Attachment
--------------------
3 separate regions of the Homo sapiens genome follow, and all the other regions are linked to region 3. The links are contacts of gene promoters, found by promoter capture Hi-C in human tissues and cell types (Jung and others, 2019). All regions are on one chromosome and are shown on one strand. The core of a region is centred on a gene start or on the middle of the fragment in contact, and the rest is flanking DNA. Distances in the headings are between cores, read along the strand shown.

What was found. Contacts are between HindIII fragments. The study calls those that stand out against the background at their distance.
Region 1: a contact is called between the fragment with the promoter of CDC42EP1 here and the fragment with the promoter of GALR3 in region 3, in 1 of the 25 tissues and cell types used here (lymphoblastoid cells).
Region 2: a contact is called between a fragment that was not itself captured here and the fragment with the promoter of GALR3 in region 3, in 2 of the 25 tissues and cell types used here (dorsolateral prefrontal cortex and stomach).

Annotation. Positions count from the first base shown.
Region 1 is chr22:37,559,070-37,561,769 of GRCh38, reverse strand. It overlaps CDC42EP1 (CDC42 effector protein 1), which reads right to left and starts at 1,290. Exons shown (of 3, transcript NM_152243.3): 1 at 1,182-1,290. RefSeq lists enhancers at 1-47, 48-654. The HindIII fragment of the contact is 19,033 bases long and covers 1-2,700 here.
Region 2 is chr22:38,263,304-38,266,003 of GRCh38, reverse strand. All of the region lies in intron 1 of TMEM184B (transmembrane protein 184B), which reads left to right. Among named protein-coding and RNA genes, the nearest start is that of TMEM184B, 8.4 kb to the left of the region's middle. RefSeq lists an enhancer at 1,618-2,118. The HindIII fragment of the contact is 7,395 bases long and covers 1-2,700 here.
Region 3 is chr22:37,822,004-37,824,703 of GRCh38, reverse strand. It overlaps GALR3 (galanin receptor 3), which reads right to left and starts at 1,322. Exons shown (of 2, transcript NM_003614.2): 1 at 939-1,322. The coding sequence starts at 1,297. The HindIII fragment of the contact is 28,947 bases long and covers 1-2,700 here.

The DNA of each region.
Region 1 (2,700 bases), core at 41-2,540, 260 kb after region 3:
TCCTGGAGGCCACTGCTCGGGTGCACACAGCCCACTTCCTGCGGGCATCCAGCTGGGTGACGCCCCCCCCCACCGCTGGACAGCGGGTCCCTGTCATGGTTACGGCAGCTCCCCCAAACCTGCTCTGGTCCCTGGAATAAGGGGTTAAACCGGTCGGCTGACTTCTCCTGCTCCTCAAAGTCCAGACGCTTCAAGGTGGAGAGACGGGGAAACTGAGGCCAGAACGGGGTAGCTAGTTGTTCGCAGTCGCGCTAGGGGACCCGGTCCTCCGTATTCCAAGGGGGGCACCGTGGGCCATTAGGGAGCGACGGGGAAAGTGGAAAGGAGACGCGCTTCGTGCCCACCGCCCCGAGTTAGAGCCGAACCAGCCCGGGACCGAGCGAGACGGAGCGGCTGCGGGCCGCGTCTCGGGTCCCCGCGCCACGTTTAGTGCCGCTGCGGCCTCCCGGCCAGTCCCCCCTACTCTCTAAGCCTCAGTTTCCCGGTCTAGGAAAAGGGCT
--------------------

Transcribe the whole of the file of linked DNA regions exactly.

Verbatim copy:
3 separate regions of the Homo sapiens genome follow, and all the other regions are linked to region 3. The links are contacts of gene promoters, found by promoter capture Hi-C in human tissues and cell types (Jung and others, 2019). All regions are on one chromosome and are shown on one strand. The core of a region is centred on a gene start or on the middle of the fragment in contact, and the rest is flanking DNA. Distances in the headings are between cores, read along the strand shown.

What was found. Contacts are between HindIII fragments. The study calls those that stand out against the background at their distance.
Region 1: a contact is called between the fragment with the promoter of CDC42EP1 here and the fragment with the promoter of GALR3 in region 3, in 1 of the 25 tissues and cell types used here (lymphoblastoid cells).
Region 2: a contact is called between a fragment that was not itself captured here and the fragment with the promoter of GALR3 in region 3, in 2 of the 25 tissues and cell types used here (dorsolateral prefrontal cortex and stomach).

Annotation. Positions count from the first base shown.
Region 1 is chr22:37,559,070-37,561,769 of GRCh38, reverse strand. It overlaps CDC42EP1 (CDC42 effector protein 1), which reads right to left and starts at 1,290. Exons shown (of 3, transcript NM_152243.3): 1 at 1,182-1,290. RefSeq lists enhancers at 1-47, 48-654. The HindIII fragment of the contact is 19,033 bases long and covers 1-2,700 here.
Region 2 is chr22:38,263,304-38,266,003 of GRCh38, reverse strand. All of the region lies in intron 1 of TMEM184B (transmembrane protein 184B), which reads left to right. Among named protein-coding and RNA genes, the nearest start is that of TMEM184B, 8.4 kb to the left of the region's middle. RefSeq lists an enhancer at 1,618-2,118. The HindIII fragment of the contact is 7,395 bases long and covers 1-2,700 here.
Region 3 is chr22:37,822,004-37,824,703 of GRCh38, reverse strand. It overlaps GALR3 (galanin receptor 3), which reads right to left and starts at 1,322. Exons shown (of 2, transcript NM_003614.2): 1 at 939-1,322. The coding sequence starts at 1,297. The HindIII fragment of the contact is 28,947 bases long and covers 1-2,700 here.

The DNA of each region.
Region 1 (2,700 bases), core at 41-2,540, 260 kb after region 3:
TCCTGGAGGCCACTGCTCGGGTGCACACAGCCCACTTCCTGCGGGCATCCAGCTGGGTGACGCCCCCCCCCACCGCTGGACAGCGGGTCCCTGTCATGGTTACGGCAGCTCCCCCAAACCTGCTCTGGTCCCTGGAATAAGGGGTTAAACCGGTCGGCTGACTTCTCCTGCTCCTCAAAGTCCAGACGCTTCAAGGTGGAGAGACGGGGAAACTGAGGCCAGAACGGGGTAGCTAGTTGTTCGCAGTCGCGCTAGGGGACCCGGTCCTCCGTATTCCAAGGGGGGCACCGTGGGCCATTAGGGAGCGACGGGGAAAGTGGAAAGGAGACGCGCTTCGTGCCCACCGCCCCGAGTTAGAGCCGAACCAGCCCGGGACCGAGCGAGACGGAGCGGCTGCGGGCCGCGTCTCGGGTCCCCGCGCCACGTTTAGTGCCGCTGCGGCCTCCCGGCCAGTCCCCCCTACTCTCTAAGCCTCAGTTTCCCGGTCTAGGAAAAGGGCT